Course, on the spur of the moment.
Delgosha Gallery proudly presents the third solo exhibition of Haydeh Ayazi's paintings titled 'Course, on the Spur of the Moment.'
Soldiers who have no identity rather than being merely soldiers, carry a furious, feeble man to the left corner of the painting, on a surface covered by written words. Another man has fainted out and several hats dispersed on the ground. Beneath the written part, there are two flowers on the left and right side of the painting, the roots or stems of which are bound together delicately to make a closed frame. The corner flowers, in contrast to the other graphically represented ones, depicted this time as natural. Another soldier on the right side of the painting shakes his hand toward us or the audience outside the frame of the painting's story. Something like security rules and there shouldn’t be any worries.Probably the lower part of the painting is a sidewalk on which the pedestrians are strolling and staring to the bishop standing beyond fence, behind the soldier. A smile of satisfaction can be seen on his lips because of the crowd.Colored gigs are installed on the fence. On a similar level to the bishop, an old woman is walking and looking at the area behind the bishop and over the river.Beyond the river, there is a forest-like landscape. Across the river, on the opposite side, two tanks or war vehicles can be recognized. A soldier is running after a person who is fleeing, as if playing a role in a musical piece. And finally, in the upper left corner of the painting, encompassed in a circle, there is a hand pointing to the sky. The hand seems to be placed apart from the whole narrative of the painting. It's out of the story. An allegory of Christ that is reminiscent of faith. This hand is repeated in all the paintings of this series.Ayazi's paintings are just part of a long episode and story that is becoming, and Ayazi, like a journalist photographer, records a single frame of the whole event, and even this single frame is not the most significant moment of that day and that incident. The whole story is like one or more short scenes of a narrator reading a story from a painting in a Ghahvekhane (Iranian traditional tea shops). Or a narration without a narrator's voice that, if added, is reminiscent of something like The Whisper of Glocken.A Japanese passerby skating meets a Japanese child among the blossoms of a Japanese cherry blossom. An ancient Japanese warrior, as well as a cat, probably a Japanese one are watching this scene. A person with a leopard head or a leopard with a human body and clothes enters the scene with a white gun. A frog sitting on the surface of the image, in front of us. The horizon that is lit all over by candles. A man like the European servants of Victor Hugo's novels, with his bare feet that looks like a demon without the beloved. The breads that have been thrown on the ground around an indigent teenager.Flowers that scream their life alongside other living creatures. A boy who pulls birds under coercion into a basket of flowers and gives them a nest out of it. A woman sitting on a surface of written words and holding a car over her head. The elephant is sitting delightedly because of his horizons that have multiplied. Boats, hearts and pens, skulls, moving creatures and mutations, flowers, cats and teardrops, and so on and so forth.Haydeh Ayazi accurately comprehends this planet’s amalgamation that is going on and her anecdote is not as intricate as it seems. The eccentricity of the images are because we always get there in the middle of the story. We miss the emergence and we will not get through to the epilogue.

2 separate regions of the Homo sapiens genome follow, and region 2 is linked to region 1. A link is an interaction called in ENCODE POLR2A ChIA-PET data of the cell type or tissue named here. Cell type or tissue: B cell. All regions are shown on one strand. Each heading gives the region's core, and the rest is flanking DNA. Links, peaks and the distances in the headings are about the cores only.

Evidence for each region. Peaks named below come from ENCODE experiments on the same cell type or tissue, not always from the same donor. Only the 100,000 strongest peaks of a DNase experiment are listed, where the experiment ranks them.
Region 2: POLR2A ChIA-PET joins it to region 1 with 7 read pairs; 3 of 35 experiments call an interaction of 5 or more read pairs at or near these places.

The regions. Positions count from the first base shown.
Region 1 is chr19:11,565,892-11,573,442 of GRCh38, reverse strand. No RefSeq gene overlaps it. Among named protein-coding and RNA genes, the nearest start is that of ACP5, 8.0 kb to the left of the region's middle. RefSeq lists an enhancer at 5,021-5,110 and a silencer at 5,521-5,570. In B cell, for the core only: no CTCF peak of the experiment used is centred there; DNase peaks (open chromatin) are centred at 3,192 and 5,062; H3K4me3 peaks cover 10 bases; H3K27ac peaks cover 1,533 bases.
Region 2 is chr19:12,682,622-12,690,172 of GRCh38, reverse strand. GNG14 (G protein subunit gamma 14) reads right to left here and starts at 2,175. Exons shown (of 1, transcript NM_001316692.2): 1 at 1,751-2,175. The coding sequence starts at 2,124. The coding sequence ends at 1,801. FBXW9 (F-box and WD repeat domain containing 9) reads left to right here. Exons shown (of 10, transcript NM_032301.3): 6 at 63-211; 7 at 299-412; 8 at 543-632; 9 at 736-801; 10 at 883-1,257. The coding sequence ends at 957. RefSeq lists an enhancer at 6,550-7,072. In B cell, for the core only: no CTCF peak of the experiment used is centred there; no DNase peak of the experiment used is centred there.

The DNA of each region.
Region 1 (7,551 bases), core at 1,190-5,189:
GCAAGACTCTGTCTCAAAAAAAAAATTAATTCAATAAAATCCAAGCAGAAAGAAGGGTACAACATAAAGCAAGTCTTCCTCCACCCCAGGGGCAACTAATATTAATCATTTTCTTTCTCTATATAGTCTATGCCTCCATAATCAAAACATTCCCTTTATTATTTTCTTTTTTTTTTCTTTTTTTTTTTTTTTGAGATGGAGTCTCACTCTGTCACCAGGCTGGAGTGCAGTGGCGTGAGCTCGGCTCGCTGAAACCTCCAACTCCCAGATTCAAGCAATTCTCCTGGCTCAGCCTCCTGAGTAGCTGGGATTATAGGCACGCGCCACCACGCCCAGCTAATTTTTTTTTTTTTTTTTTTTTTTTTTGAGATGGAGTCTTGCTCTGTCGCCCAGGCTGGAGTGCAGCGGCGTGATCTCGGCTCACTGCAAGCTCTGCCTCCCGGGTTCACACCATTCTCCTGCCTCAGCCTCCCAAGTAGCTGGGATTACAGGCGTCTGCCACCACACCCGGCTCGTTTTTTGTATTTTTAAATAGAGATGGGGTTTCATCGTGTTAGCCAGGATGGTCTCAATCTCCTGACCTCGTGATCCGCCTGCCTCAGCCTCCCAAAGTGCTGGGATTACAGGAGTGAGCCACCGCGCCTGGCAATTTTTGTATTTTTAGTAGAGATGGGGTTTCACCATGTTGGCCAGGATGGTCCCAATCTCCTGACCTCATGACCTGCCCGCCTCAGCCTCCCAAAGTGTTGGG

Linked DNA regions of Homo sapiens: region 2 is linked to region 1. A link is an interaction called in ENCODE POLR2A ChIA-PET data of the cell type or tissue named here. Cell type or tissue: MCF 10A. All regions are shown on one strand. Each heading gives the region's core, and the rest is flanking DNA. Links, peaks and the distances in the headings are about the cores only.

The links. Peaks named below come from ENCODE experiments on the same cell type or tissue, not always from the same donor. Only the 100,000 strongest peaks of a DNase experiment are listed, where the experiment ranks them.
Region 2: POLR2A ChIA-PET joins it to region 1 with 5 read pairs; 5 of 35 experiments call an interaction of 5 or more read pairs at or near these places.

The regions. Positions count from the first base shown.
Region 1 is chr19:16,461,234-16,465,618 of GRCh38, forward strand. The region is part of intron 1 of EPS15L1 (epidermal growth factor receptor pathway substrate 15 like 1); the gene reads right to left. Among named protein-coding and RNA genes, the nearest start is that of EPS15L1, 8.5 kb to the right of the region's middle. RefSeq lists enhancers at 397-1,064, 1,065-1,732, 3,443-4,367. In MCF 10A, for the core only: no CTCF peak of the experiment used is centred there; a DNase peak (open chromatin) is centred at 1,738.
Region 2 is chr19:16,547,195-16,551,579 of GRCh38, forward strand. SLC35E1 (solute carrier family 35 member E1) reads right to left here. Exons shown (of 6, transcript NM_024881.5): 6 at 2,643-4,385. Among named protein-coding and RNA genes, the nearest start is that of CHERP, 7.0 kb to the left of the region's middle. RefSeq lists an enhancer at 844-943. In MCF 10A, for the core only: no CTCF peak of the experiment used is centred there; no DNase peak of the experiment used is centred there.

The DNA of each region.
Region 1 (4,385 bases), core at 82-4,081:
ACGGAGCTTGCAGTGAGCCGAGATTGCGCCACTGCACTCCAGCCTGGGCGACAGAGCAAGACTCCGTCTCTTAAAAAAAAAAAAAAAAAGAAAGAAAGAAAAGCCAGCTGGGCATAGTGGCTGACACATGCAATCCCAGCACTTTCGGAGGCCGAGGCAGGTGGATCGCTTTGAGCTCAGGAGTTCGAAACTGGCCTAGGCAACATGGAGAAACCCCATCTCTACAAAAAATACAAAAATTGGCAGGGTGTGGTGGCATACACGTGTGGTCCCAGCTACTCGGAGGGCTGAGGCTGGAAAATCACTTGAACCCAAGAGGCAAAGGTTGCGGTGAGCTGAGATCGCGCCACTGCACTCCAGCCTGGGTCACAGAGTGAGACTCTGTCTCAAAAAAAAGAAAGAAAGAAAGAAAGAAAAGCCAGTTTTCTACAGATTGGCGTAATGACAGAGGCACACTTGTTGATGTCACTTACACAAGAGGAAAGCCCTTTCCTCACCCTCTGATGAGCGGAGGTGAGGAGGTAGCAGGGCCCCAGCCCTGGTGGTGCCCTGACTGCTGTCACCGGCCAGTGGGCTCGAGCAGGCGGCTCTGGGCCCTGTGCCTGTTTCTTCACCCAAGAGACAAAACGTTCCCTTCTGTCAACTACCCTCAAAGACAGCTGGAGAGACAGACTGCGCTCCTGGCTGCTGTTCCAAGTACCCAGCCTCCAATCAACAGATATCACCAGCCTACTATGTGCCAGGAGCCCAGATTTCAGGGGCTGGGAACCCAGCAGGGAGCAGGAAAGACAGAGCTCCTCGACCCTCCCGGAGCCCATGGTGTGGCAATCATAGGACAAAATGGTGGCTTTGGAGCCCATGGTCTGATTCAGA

Text by Shabahang Tayyari - 2020